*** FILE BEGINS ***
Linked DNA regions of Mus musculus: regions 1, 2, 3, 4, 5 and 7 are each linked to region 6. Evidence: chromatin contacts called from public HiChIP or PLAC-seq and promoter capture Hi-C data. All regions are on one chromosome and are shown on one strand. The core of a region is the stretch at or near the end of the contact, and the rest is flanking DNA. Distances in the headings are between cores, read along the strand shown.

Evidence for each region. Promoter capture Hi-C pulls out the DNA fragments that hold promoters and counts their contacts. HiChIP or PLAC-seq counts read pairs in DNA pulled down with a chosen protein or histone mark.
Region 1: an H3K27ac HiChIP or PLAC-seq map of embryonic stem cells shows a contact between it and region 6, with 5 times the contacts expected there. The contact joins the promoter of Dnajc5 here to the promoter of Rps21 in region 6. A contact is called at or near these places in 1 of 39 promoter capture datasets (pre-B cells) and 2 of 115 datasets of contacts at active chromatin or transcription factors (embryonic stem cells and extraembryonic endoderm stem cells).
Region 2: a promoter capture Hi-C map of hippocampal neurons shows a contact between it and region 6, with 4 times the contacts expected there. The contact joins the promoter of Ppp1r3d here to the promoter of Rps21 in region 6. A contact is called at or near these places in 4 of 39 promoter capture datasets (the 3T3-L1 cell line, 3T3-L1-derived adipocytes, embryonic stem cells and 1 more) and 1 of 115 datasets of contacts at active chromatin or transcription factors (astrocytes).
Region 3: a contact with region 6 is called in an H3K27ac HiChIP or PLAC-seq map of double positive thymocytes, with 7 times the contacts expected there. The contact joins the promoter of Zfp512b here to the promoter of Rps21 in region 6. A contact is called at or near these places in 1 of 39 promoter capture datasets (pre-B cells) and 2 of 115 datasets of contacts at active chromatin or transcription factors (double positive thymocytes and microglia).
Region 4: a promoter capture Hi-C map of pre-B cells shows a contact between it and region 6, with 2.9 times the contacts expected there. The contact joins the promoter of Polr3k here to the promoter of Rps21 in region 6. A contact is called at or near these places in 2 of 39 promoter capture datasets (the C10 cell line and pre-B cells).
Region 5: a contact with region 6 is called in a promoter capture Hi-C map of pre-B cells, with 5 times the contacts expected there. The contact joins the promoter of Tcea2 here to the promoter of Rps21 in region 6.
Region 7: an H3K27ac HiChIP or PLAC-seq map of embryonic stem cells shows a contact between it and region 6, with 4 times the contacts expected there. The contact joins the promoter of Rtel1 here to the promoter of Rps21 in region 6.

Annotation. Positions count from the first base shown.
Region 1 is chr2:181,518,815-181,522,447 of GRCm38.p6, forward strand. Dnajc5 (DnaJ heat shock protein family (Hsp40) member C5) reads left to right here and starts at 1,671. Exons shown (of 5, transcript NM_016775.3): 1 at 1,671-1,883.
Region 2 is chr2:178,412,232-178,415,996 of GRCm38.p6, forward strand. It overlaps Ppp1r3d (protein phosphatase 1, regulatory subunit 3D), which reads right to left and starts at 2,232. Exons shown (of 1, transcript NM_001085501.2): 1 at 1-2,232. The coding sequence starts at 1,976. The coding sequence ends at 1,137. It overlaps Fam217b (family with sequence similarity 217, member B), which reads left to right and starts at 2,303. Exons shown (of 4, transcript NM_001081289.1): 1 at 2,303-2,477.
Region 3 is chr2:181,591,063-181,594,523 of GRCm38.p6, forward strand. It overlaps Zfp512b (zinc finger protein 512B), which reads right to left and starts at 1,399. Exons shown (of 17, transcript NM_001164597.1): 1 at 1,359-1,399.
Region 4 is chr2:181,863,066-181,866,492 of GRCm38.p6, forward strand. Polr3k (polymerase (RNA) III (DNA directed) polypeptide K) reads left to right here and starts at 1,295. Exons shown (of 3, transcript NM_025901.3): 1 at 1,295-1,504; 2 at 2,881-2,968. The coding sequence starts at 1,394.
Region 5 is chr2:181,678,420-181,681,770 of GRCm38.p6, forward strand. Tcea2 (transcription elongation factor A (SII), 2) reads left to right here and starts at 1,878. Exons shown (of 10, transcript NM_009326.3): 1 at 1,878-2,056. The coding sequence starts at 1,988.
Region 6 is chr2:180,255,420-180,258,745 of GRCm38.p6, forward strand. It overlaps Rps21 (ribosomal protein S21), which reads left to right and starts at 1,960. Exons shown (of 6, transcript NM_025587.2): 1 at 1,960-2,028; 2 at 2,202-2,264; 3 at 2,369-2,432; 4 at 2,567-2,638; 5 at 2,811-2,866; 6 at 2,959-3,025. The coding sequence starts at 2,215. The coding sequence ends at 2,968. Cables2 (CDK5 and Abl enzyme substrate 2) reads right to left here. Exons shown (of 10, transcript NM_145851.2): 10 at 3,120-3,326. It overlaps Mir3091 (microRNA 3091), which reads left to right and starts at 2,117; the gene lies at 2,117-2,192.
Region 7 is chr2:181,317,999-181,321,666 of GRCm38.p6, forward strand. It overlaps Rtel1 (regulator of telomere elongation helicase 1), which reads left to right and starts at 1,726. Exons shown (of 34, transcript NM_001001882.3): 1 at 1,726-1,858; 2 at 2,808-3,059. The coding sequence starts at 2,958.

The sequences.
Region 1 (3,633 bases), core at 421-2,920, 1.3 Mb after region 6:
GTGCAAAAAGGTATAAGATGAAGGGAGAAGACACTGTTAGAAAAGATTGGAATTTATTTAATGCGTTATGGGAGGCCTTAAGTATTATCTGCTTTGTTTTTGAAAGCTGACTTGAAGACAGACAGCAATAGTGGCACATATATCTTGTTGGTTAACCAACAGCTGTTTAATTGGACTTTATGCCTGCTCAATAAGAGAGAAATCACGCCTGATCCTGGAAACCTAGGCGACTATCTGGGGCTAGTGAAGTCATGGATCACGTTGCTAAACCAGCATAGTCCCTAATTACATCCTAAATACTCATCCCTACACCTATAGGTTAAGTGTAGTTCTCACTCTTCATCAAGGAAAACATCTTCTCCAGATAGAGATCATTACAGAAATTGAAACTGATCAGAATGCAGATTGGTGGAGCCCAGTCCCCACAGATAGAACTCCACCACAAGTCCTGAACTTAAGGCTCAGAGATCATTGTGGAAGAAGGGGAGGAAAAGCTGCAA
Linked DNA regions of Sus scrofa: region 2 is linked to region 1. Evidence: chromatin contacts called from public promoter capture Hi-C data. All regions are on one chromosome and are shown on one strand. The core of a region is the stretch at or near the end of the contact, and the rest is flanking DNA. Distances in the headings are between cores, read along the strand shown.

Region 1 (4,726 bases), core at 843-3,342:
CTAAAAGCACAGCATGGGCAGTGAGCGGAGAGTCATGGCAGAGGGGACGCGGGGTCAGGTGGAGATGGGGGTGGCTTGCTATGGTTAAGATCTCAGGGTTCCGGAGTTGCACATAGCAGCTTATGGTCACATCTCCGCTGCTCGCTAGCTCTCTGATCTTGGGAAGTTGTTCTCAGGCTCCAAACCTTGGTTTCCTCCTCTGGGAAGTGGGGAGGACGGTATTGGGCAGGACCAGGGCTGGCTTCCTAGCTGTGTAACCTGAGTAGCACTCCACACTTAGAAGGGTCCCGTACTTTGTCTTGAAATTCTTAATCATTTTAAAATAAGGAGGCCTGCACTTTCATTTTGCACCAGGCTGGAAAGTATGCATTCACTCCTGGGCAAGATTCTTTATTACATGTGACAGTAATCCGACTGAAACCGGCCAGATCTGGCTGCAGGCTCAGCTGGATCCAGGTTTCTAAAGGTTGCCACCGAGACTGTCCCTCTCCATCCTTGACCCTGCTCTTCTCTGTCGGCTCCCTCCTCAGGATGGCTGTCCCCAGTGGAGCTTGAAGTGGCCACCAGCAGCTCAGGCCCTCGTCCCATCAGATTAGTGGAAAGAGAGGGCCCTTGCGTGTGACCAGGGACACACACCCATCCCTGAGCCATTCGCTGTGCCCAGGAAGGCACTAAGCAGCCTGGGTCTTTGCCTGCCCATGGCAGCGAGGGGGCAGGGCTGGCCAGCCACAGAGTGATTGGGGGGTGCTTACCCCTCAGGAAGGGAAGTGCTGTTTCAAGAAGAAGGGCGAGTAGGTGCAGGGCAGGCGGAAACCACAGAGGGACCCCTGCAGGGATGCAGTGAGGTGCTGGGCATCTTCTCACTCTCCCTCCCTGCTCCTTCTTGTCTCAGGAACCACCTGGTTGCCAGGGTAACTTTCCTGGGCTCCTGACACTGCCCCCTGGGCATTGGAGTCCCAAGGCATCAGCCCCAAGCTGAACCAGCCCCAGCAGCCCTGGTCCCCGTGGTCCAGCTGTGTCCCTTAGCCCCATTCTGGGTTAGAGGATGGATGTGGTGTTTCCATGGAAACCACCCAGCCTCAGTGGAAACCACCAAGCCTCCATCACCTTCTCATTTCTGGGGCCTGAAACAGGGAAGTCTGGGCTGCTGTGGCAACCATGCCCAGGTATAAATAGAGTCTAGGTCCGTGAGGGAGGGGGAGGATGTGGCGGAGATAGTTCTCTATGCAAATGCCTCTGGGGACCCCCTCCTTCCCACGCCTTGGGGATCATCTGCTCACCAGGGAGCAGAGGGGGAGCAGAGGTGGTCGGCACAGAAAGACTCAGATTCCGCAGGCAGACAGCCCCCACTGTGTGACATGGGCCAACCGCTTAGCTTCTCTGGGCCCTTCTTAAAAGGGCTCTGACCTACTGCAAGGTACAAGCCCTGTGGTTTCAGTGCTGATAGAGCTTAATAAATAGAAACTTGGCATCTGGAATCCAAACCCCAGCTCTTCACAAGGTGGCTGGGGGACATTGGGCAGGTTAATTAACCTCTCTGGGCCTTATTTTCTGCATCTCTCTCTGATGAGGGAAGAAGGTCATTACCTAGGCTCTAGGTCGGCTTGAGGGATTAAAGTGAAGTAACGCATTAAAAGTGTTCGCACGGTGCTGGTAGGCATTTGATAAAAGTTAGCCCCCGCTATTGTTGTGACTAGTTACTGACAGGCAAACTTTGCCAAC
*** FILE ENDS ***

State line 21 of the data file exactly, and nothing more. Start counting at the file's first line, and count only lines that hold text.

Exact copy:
Region 1 (4,726 bases), core at 843-3,342: